8 found
  1.  88
    Foucault Contra Habermas: Recasting the Dialogue Between Genealogy and Critical Theory.Samantha Ashenden & David Owen (eds.) - 1999 - Sage Publications.
    Foucault contra Habermas is an incisive examination of, and a comprehensive introduction to, the debate between Foucault and Habermas over the meaning of enlightenment and modernity. It reprises the key issues in the argument between critical theory and genealogy and is organised around three complementary themes: defining the context of the debate; examining the theoretical and conceptual tools used; and discussing the implications for politics and criticism. In a detailed reply to Habermas' Philosophical Discourse of Modernity, this volume explains the (...)
  2. On violence in Habermas’s philosophy of language.Samantha Ashenden - 2014 - European Journal of Political Theory 13 (4):427-452.
    Habermas does not rule out the possibility of violence in language. In fact his account explicitly licenses a broad conception of violence as ‘systematically distorted communication’. Yet he does rule out the possibility that language simultaneously imposes as it discloses. That is, his argument precludes the possibility of recognizing that there is an antinomy at the heart of language and philosophical reason. This occlusion of the simultaneously world-disclosing and world-imposing character of language feeds and sustains Habermas’s legal and political arguments, (...)
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  3.  2
    On Political Obligation.Samantha Ashenden & Andreas Hess (eds.) - 2019 - Yale University Press.
    _A compelling set of lectures on political obligation that contributes to ongoing debates in political theory and intellectual history_ This stimulating collection of lectures by the late Judith Shklar on political obligation is paired with a scholarly introduction that offers an overview of her life, illuminates the connections among her teaching, research, and publications, and explains why her lectures still resonate with us and contribute to current debates in political theory and intellectual history.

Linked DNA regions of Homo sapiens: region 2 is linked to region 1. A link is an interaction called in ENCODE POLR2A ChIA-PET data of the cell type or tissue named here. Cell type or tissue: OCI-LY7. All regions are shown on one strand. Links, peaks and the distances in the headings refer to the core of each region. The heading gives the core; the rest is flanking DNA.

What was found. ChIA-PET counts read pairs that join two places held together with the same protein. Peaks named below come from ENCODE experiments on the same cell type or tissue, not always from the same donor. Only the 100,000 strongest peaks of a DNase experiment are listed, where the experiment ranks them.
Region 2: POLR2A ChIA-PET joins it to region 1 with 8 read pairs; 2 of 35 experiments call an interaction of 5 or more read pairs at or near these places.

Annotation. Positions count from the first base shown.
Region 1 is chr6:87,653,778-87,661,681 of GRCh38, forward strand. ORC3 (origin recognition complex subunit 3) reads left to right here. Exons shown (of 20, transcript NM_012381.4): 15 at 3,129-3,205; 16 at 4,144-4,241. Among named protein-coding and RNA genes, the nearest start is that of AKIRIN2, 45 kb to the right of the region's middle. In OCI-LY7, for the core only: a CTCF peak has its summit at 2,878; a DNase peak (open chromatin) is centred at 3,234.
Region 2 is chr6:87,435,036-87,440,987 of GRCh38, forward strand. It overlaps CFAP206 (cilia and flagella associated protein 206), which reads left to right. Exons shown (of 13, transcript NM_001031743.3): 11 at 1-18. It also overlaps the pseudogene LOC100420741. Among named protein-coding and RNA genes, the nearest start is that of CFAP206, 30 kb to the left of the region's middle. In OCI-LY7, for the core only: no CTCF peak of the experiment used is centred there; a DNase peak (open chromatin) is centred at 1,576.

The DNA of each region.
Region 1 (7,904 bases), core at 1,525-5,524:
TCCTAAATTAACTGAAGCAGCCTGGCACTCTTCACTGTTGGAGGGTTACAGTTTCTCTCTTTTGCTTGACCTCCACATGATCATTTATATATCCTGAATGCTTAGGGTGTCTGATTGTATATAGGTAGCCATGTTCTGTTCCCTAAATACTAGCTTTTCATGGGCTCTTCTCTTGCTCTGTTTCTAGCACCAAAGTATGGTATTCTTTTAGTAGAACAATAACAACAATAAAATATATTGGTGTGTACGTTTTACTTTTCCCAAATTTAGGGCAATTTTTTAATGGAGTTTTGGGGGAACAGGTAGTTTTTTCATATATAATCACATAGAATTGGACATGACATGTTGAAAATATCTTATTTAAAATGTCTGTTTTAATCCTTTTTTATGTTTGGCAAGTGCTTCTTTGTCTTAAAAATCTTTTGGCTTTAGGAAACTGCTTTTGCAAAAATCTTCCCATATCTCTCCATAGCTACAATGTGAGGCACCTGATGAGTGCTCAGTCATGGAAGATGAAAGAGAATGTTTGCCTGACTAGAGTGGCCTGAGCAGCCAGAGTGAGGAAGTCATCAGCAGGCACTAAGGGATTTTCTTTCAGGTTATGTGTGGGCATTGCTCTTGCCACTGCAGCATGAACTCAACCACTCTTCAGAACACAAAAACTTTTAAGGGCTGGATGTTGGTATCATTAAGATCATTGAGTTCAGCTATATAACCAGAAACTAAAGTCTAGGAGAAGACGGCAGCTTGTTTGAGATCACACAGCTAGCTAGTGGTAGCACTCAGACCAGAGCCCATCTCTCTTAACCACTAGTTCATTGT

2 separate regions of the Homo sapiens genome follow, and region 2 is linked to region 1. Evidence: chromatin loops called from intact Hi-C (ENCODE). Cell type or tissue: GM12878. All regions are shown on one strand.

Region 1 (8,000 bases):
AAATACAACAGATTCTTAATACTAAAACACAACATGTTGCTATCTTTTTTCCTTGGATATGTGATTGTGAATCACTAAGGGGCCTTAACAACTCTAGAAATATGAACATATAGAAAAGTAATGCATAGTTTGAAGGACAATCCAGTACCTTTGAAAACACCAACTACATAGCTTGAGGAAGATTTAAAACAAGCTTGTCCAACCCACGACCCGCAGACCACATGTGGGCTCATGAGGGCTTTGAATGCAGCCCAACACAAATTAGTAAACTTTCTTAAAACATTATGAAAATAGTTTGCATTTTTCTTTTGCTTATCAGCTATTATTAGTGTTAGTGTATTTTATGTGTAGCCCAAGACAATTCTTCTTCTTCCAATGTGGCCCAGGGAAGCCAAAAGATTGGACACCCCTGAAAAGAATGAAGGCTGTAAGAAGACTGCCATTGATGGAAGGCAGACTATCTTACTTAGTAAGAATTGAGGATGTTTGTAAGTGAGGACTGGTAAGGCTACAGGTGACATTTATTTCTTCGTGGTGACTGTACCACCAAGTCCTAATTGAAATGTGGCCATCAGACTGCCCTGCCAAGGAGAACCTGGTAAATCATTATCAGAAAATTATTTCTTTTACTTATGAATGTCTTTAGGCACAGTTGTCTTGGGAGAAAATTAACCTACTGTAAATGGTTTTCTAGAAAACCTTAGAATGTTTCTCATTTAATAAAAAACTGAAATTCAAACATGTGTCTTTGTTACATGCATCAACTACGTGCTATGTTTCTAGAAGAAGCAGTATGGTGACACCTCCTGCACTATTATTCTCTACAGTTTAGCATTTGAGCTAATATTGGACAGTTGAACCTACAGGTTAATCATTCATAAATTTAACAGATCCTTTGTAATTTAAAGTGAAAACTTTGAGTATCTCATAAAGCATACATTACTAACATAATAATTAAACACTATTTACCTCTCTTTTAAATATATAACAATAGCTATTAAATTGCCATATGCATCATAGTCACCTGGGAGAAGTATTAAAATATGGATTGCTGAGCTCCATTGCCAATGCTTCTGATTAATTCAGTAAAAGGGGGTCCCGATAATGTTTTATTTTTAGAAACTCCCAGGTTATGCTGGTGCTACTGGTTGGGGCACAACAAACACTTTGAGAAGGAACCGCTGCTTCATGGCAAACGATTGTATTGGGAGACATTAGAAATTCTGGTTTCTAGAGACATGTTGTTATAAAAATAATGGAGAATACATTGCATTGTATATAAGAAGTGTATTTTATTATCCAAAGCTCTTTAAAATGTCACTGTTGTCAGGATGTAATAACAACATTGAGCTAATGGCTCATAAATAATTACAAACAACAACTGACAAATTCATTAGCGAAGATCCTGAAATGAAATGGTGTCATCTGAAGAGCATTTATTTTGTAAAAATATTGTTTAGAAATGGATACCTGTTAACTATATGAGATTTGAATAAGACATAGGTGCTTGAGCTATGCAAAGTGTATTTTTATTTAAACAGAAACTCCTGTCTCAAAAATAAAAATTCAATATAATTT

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  4.  6
    Questions of Criticism.Samantha Ashenden - 1999 - In Samantha Ashenden & David Owen (eds.), Foucault Contra Habermas: Recasting the Dialogue Between Genealogy and Critical Theory. Sage Publications. pp. 143.
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  5.  15
    Foucault, Ferguson, and civil society.Samantha Ashenden - 2015 - Foucault Studies 20:36-51.
    In contrast to those who trace civil society to “community” per se, Foucault is keen to locate this concept as it emerges at a particular moment in respect of specific exigencies of government. He suggests that civil society is a novel way of thinking about a problem, a particular problematization of government that emerges in the eighteenth century and which combines incommensurable conceptions of the subject as simultaneously a subject of right and of interests. This article takes up Foucault’s discussion (...)
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  6. Structuralism and post-structuralism.Samantha Ashenden - 2004 - In Austin Harrington (ed.), Modern Social Theory: An Introduction. Oxford University Press.
  7.  13
    Policing Perversion: The Contemporary Governance of Paedophilia.Samantha Ashenden - 2002 - Cultural Values 6 (1-2):197-222.
    This paper explores recent vigilance attending pedophilia in the UK context. It examines governmental and popular responses to the perceived threat posed by child sex offenders, exhibited respectively in provisions for sex offender orders within the Crime and Disorder Act 1998, and in press and public campaigns for the “naming and shaming” of paedophiles. These two responses cohabit in current contexts of concern about childhood as innocence and vulnerability, and are worked out against the figure of the paedophile as a (...)
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  8.  20
    Pluralism within the limits of reason alone? Habermas and the discursive negotiation of consensus.Samantha Ashenden - 1998 - Critical Review of International Social and Political Philosophy 1 (3):117-136.